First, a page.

Hackers hijacked a Virginia university’s emergency alerts system this week and, in what appears to be a first, used it to issue threats to students and faculty: The university must pay up or their files would be leaked online.
In a series of messages sent over Bluefield University’s RamAlert, which sends text messages and emails to students and faculty when there’s a school emergency, hackers pushed university members to put pressure on the school’s president.
“We have admissions data from thousands of students. Your personal information is at risk to be leaked on the darkweb blog,” the alerts said.
“if we don’t receive payment, full data leak will be published!!!!!!!!” the message added.
Bluefield University, a small, private university on the border of Virginia and West Virginia, is among the long and growing list of U.S. institutions hit by ransomware hackers, who break into computer systems to then encrypt or threaten to leak files if they are not paid. The school learned of the cyberattack on their systems on Sunday, a Bluefield University spokesperson told NBC News.
On Monday, RamAlert sent out the hackers’ screed, telling students that their information would be published if the school didn’t pay a ransom. The messages from the hackers showed up on Bluefield students’ and teachers’ phones and in their emails, saying they had stolen school files and instructing them to pressure the university’s president to pay the hackers.
“We don’t normally get alerts unless it’s about something going on, on campus such as shooter drills, classes canceled due to weather,” Michaela Rose, a Bluefield University student who received the hackers’ messages, told NBC News in a Facebook conversation.
“We are all pretty stressed and worried about the situation due to we don’t know exactly all the details and what’s really going on,” she said.
In pursuit of payment, many hacking groups have become more aggressive in pressuring institutions by taking their appeals directly to people whose files are stolen. In at least one instance, hackers who attacked a Tennessee college emailed students directly, threatening them if their school didn’t pay. In another, hackers who accessed extremely sensitive files of schoolchildren in Minneapolis advertised their exploits on Facebook and Twitter.
Ransomware attacks have become a near-constant scourge, targeting schools, companies and government bodies across the U.S. But Bluefield’s hackers appear to be the first to use an emergency alert system to pressure a victim, said Brett Callow, an analyst at the cybersecurity company Emsisoft.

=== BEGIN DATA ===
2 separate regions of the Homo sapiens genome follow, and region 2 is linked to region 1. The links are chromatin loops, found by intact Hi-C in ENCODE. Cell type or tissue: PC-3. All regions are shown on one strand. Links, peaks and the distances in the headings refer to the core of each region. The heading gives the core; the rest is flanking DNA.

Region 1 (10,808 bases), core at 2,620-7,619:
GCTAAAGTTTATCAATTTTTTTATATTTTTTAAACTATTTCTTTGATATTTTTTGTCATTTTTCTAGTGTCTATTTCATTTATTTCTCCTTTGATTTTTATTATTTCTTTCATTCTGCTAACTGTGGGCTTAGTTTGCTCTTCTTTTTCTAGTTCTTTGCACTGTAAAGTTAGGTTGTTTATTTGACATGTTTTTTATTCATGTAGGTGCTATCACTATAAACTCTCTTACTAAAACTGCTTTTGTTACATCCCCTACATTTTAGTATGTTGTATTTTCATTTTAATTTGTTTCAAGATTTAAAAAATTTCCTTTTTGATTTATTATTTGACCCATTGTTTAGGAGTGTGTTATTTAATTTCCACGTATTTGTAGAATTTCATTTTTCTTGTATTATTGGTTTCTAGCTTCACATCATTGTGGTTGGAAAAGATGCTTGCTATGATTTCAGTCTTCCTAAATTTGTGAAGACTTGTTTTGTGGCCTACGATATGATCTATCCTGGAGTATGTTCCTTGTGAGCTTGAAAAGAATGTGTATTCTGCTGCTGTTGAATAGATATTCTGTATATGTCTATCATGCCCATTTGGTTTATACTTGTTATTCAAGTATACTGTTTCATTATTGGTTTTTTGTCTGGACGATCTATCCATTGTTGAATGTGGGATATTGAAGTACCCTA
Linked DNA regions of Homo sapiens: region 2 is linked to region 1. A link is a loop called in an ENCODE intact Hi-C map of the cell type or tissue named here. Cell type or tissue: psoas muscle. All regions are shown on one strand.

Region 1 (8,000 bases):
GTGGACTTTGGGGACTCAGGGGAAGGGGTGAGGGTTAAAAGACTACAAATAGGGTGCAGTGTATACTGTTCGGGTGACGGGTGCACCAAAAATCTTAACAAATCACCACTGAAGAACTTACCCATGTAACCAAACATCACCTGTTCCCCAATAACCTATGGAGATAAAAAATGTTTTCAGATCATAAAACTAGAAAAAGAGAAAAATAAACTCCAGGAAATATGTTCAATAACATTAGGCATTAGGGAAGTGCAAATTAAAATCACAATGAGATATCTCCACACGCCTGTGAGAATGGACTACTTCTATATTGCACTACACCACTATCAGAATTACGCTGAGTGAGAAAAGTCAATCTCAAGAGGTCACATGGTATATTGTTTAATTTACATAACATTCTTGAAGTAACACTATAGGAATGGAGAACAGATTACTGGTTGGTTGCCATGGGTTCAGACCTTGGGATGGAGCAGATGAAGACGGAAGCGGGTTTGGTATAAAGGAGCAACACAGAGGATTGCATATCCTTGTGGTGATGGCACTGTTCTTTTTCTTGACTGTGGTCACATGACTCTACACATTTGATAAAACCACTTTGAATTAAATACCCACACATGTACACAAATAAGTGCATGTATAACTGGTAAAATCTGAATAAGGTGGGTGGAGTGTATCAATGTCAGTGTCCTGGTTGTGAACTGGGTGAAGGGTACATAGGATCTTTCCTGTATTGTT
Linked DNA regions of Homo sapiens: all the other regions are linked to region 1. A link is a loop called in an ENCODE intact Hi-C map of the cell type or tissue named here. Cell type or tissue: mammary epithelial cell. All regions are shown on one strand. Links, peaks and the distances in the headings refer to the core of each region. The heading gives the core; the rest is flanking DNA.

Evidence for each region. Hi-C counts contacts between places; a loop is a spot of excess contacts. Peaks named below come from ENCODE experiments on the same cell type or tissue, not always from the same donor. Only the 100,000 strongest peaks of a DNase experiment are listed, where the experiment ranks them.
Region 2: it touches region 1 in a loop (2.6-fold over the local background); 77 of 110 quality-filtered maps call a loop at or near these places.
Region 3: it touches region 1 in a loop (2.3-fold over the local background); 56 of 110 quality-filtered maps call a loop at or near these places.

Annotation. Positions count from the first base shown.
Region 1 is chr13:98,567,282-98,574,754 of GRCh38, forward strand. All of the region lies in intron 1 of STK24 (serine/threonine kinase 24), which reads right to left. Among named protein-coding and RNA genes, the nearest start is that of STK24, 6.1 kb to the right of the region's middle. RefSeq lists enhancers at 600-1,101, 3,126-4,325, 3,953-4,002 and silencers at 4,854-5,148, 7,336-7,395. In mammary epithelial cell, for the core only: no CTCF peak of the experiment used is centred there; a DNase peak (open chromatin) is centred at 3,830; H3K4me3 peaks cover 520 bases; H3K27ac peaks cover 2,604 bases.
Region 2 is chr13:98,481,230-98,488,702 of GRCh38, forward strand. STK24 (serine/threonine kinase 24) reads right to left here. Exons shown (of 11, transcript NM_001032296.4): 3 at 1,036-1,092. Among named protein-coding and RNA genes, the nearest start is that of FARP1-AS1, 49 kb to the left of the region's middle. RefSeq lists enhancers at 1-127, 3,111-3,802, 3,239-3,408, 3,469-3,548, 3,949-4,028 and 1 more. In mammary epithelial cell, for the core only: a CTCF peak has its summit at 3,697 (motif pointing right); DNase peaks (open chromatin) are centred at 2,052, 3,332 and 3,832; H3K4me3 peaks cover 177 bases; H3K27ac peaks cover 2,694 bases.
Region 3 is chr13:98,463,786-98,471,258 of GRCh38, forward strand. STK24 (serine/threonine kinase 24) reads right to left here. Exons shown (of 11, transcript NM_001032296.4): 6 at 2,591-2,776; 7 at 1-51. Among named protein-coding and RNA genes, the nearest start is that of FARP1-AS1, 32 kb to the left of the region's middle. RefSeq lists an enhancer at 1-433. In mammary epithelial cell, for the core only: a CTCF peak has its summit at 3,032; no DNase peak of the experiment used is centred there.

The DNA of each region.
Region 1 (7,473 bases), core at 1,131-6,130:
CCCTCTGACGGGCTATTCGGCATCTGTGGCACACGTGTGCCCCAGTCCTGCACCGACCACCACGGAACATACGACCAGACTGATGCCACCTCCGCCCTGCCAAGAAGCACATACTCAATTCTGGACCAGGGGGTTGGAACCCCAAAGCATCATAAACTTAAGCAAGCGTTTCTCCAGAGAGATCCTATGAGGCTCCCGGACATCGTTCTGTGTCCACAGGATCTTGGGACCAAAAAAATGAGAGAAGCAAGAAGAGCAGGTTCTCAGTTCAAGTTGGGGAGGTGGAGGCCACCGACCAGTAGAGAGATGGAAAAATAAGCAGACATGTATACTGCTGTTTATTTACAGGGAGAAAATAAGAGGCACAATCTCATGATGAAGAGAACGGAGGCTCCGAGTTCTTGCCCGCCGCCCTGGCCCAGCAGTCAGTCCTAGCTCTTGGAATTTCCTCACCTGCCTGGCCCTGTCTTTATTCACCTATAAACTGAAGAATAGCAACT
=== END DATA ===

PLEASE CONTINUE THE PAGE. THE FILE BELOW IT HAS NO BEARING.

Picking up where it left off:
Ransomware hackers tend to use whatever tools are at their disposal to coerce victims, including encrypting their computer files, publishing stolen information on their websites and promoting their crimes.
NBC News is not naming the hacker group. School information was not published on the group’s website as of Wednesday morning, though ransomware gangs frequently publish, remove and republish victims’ data on their sites.
Bluefield is currently advising students and faculty to not send emails from their school accounts. The university spokesperson declined to comment on whether the school was considering paying the hackers.
Ransomware hackers are rarely publicly identified and often live outside of direct reach of U.S. law enforcement. The hacker group named in the text messages sent to Bluefield students and faculty is one that primarily speaks Russian in underground forums, said Allan Liska, a ransomware expert at the cybersecurity company Recorded Future.
Schools, which rarely invest heavily in cybersecurity, are frequent targets for ransomware hackers, even though many don’t have major funds to pay their attackers. Last year, Lincoln College in Illinois became the first American college to shut down after having difficulty bouncing back from a ransomware attack.
At least 44 American colleges and universities were attacked with ransomware last year, said Callow, the Emsisoft analyst.
This week, which is finals week for many schools, the attacks are even more severe. Ransomware groups have named five other American colleges as victims since Monday, Callow said.
Bluefield, which was supposed to begin its finals on Monday, started them on Tuesday instead.